Why is it so Hard to Send Money to the US?

United States: The Powerhouse of International Business

Ranking as the 2nd largest export economy and 5th most complex economy in the world, the US is the powerhouse of international business. Even though, in 2015 alone, the US exported $1.38T in goods and services. Our trade relationships with the EU ($495B), China ($457B), Mexico ($291B), Canada ($288B), and India ($21B) prove that businesses across the US are dealing heavily in global trade. But it can still be hard to send money to the US.

While technology has opened up these new markets so efficiently, the legacy global payments infrastructure has lagged behind. The Veem international payment platform was developed to help small businesses to bypass all that, simply, and reap tremendous savings on wire transfer fees.

Here a few things that might help you to better understand before you send money to the U.S.

Why is sending money to the US such a hassle?

The most common way for foreign consumers to send money to the US for goods and services is via a wire transfer.  Unfortunately, when working with banks, small businesses are receiving their wires at alarmingly slow speeds and often footing the bills for processing.  There are wire transfer horror stories that include multiple steps involving transfers between banks, tax fees, and exchange rate confusion.

The Consumer Financial Protection Bureau (CFPB) and the Federal Trade Commission (FTC) are the regulating bodies in the US who provide the hoops all small businesses have to jump through when sending and receiving payments.  And while those safety regulations are necessary, they can be confusing to the typical business owner.

These bank fees are also worrisome. When processing a wire or ACH through a bank, the procedure includes a step called “using intermediary banks.”  Basically, one payment is sent via multiple financial entities, and each one takes a piece for their service. While most of the fees are typically handled by the sender, US businesses who receive international B2B payments are also having to cover similar costs on their end.  Add on adjustments for rate exchanges between the currencies and suddenly the US’s ability to do business globally is hindered when it comes to compensation.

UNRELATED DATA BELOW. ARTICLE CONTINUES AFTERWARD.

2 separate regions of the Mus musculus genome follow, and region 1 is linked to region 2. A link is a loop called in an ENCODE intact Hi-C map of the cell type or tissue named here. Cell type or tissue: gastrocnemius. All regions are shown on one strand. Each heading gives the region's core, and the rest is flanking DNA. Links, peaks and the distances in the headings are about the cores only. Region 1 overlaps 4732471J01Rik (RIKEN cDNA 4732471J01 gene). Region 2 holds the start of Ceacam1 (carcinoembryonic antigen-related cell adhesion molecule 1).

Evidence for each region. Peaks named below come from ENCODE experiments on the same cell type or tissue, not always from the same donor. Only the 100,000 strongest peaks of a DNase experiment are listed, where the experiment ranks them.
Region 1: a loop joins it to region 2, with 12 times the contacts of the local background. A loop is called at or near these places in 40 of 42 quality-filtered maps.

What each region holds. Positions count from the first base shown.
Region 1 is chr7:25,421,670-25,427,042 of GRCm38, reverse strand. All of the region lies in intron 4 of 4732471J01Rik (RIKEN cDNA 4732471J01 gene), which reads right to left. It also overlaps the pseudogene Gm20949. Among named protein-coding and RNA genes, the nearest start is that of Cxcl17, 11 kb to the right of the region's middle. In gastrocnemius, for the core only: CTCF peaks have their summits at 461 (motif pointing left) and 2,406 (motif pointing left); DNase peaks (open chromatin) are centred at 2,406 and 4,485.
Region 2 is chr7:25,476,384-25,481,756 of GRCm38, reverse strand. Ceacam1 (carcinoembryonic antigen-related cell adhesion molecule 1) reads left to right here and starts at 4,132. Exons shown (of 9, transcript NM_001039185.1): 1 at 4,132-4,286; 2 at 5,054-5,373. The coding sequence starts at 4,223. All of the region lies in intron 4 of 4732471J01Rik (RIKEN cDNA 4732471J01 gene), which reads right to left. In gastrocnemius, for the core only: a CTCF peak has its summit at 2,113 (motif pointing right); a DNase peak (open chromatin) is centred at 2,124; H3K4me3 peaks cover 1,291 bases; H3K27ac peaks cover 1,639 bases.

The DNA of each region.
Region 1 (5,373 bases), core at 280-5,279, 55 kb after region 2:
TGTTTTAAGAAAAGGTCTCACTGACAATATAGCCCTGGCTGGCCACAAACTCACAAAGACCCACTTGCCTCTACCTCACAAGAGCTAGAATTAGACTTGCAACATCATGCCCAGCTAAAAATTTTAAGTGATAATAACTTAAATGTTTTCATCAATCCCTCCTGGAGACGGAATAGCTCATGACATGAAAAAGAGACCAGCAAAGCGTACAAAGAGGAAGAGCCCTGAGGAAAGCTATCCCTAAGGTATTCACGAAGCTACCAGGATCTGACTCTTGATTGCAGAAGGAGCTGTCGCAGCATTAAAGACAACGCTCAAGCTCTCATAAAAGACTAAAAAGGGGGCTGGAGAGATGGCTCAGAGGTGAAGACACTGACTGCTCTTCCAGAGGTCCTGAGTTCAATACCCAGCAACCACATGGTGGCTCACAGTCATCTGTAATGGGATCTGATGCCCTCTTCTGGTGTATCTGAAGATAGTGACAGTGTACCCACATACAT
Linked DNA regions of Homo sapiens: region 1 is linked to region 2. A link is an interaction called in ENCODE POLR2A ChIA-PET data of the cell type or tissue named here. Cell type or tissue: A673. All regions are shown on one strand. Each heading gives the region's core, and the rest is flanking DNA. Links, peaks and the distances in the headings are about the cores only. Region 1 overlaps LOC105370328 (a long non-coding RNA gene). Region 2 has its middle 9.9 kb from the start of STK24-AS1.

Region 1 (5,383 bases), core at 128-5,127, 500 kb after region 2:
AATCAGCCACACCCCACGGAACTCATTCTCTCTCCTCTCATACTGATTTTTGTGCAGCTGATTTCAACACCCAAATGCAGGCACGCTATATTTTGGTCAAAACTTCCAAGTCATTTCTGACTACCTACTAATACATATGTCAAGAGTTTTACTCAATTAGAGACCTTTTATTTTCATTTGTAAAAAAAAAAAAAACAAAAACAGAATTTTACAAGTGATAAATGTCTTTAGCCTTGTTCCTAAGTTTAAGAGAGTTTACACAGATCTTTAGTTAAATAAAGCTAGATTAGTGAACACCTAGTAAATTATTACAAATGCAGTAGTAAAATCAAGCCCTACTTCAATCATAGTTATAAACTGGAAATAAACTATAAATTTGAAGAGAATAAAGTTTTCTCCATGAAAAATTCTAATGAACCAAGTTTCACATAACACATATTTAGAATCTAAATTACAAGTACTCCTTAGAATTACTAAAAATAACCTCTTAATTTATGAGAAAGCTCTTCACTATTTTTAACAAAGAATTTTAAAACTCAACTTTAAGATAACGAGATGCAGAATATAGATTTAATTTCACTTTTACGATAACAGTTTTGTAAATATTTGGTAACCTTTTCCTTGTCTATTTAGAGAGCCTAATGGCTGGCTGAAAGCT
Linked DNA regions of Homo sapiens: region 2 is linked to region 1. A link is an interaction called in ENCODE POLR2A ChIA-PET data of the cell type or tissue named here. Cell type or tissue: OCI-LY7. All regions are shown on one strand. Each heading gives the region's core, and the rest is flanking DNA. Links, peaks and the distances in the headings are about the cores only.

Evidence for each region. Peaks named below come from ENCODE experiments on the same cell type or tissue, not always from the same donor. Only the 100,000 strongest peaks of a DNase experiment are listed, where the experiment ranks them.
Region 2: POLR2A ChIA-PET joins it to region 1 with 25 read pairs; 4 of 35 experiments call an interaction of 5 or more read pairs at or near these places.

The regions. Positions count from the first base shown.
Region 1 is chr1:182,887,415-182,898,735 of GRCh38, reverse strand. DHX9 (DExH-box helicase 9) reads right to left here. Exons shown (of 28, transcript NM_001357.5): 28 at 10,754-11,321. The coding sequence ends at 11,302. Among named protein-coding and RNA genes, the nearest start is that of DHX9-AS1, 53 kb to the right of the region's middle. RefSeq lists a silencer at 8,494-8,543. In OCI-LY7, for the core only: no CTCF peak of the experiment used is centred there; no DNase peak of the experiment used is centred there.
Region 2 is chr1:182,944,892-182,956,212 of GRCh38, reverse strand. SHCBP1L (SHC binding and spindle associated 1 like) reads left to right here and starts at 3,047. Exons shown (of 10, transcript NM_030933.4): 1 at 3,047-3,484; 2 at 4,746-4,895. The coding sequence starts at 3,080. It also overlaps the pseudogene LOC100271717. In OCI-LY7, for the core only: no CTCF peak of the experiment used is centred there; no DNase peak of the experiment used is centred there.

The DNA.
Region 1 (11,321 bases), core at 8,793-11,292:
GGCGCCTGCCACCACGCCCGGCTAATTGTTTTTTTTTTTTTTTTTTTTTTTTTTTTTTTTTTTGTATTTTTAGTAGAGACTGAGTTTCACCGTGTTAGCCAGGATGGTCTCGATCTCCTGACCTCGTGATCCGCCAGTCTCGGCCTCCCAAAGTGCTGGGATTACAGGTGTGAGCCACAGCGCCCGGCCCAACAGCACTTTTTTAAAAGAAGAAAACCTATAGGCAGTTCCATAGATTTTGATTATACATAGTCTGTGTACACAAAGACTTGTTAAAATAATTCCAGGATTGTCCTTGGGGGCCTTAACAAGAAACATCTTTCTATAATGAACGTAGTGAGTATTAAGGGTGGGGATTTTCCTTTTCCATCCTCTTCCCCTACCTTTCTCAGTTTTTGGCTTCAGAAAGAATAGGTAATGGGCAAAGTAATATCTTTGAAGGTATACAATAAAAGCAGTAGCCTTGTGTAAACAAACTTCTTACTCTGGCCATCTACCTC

The intermediary bank step also influences how long a wire transfer will take. In the Internet Age, when most computer transactions are instantaneous, it seems unnecessary to have to wait days or even weeks to wire money to the US.

With Veem, sending money to the US has never been easier

That’s why more and more small business owners are turning to Veem. We let you bypass the banks, simplify and save.

We eliminate the fees and provide full transparency and tracking during the entire transfer process. Veem is a simpler, more efficient and more affordable global payment provider. Veem is helping small businesses thrive as their clients can quickly and simply wire money to the US in a safe and secure way.

For more information regarding exports and the US Finance regulations visit these sites:

Small Business Administration – Helpful in starting a new business, and the ongoing maintenance of dotting the i’s and crossing all the t’s.

Consumer Financial Protection Bureau – A resource of all of the US’s protocols for business.

Federal Trade Commission – Another top notch resource for US business regulations.

Federal Reserve System – The United States’ central bank.

Observation of Economic Complexity – Fascinating breakdown of which industries does what kind of trade across the globe.


Veem helps 100,000 businesses in over 100+ countries send and receive wire transfers.

Join them here



* This blog provides general information and discussion about global business payments and related subjects. The content provided in this blog ("Content”), should not be construed as and is not intended to constitute financial, legal or tax advice. You should seek the advice of professionals prior to acting upon any information contained in the Content. All Content is provided strictly “as is” and we make no warranty or representation of any kind regarding the Content.